A Chinese Culture Story for Kids

While we are all thinking about what Christmas books to buy for our kids, I’d like to talk about a picture book about another important celebration in my family, which is the Chinese New Year.

Once in a while a book comes into your life that really reflects some aspect of it. So it was with delight that I discovered the picture book called “A New Year’s Reunion” by Yu Li-Qiong. It’s a touching story about a man in China coming home for his once a year visit with his family during the Chinese New Year. This visit is only a few days long. Can you imagine?

The book gives me some perspective on my own life. My husband, who is also Chinese, spends part of the year in China. It is a puzzling aspect of the culture to me. Husbands and wives in China often live apart from each other for long periods of time. Although it is not unique to Chinese culture, it was new to me as a Canadian and took some adjusting (it still does). But at least he spends more than a few days of the year with me.

The story is wrapped up in the theme of a Chinese New Year. This Chinese celebration reflects one of many ways to celebrate the Chinese New Year. The celebrations are actually secondary to the story, which is why I am not recommending this book for you to learn about customs. Instead I hope that you are able to experience the emotions of those who must do this year after year: leave their family to seek a better life, a better paying job.

My five-year-old daughter and I have different feelings about this book. I find the book moving. My favourite part of the story is when the daughter gives her father something of significance to take back with him. I was swept up in the father’s emotions when I looked at the beautifully illustrated picture from Zhu Cheng-Liang that accompanied the scene. I wanted to weep for the father and the separations he must endure.

When I had first turned the page to the earlier dragon scene, my daughter responded with “Wow”. It’s no surprise that this picture book was one of the New York Times 10 best illustrated books in 2011. It also won the Feng ZiKai Chinese Children Picture Book award in 2009.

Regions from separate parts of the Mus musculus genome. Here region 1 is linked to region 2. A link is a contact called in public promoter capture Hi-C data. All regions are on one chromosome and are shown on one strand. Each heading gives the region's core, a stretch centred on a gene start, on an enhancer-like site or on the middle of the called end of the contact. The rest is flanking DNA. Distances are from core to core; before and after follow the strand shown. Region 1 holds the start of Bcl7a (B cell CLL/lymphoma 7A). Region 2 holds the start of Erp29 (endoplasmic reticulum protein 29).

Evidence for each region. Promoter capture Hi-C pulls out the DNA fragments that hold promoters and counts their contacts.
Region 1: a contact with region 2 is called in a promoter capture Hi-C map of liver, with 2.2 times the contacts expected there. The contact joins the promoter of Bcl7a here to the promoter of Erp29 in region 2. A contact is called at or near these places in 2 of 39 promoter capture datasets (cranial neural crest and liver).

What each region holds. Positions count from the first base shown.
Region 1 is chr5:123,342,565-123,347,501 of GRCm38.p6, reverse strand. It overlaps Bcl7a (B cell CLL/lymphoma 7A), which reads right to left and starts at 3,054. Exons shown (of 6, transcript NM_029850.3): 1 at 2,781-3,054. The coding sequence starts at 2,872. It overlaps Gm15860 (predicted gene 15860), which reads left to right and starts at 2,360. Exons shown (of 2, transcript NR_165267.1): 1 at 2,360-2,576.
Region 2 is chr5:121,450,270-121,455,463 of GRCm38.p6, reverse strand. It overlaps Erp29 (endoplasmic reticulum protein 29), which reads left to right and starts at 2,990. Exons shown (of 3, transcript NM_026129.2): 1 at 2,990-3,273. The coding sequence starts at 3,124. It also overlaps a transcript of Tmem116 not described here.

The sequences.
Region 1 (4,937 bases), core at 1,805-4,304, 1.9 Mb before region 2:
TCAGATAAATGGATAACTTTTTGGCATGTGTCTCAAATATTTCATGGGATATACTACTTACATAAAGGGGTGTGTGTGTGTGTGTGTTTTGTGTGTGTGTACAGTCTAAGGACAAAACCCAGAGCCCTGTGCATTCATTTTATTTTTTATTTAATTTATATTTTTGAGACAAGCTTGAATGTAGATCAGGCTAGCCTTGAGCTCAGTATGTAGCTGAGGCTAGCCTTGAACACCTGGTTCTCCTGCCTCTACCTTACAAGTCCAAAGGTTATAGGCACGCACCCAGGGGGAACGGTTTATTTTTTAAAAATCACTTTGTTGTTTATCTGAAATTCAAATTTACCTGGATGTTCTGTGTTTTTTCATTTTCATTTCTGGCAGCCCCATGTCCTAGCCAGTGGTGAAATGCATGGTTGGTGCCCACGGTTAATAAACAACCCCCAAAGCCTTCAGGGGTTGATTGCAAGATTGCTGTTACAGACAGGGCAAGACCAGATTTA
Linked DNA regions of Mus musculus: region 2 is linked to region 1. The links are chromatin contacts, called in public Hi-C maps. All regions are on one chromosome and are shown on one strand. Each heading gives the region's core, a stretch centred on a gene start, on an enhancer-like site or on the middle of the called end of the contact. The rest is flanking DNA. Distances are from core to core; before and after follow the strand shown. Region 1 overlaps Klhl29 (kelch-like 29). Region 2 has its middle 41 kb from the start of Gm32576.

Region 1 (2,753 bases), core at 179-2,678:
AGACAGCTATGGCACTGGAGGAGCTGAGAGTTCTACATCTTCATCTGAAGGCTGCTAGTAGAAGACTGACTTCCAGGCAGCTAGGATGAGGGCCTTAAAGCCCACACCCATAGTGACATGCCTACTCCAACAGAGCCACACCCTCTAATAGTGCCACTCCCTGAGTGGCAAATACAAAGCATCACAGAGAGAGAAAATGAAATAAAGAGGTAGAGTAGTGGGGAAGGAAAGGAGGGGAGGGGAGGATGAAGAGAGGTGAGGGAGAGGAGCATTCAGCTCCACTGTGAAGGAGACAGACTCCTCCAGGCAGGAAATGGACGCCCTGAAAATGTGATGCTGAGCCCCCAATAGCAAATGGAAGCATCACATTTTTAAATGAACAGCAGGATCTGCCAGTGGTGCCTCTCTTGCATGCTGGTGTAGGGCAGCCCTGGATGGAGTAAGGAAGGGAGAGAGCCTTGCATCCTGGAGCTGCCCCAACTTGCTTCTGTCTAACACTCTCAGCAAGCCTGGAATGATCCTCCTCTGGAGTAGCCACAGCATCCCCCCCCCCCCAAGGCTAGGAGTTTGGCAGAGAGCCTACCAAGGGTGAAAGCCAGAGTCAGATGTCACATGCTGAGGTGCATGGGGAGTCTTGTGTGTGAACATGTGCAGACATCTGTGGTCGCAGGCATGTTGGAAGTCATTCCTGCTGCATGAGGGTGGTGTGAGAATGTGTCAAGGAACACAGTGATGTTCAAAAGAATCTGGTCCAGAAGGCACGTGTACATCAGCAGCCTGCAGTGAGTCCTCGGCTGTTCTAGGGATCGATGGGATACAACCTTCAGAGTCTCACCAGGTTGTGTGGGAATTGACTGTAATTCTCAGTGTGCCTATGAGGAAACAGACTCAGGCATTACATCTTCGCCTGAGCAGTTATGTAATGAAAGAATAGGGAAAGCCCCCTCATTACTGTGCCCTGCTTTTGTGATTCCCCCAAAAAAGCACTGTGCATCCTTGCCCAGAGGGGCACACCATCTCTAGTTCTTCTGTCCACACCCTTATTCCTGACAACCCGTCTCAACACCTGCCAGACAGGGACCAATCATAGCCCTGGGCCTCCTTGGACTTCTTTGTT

My daughter told me that her favourite part was when the daddy came back, and her least favourite part was when the daddy left. Then she admitted to me that she did not really like the book, that the book made her sad. After all, it reminds her of her beloved baba going away.

It’s not a bad thing to read a book that makes a child sad. If a book can help a child open up about their feelings of a parent being away, then it is one way to help them cope.

Other children may react differently. Those who have parents in the army or who seldom see a parent may feel comfort that there are others like them.

Still others may find themselves empathizing with the characters. Building empathy (understanding of others) is important these days, because where you have more empathy, you have less aggression. You also have better relationships if you are empathetic. It is an excellent way to help curb bullying.

In fact, at least one recent study has shown that reading fiction actually improves empathy. The brain doesn’t distinguish between reading and real life. The effect was even found in preschool children in another study.

Not all Chinese children go through this. But there are many who do.

It is important for all parents to share stories from other cultures with their children. Our children are growing up in a global community, especially in multicultural Canada, so more than ever we need to learn from each other. Learning about other cultures in a positive manner is an excellent way to increase empathy.

The Chinese New Year starts Sunday, February 10 in 2013. This picture book would be a great addition to any personal library for either that celebration or for Christmas.

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  1. Pingback: Books for Chinese New Year - Linda Schueler, WriterLinda Schueler, Writer

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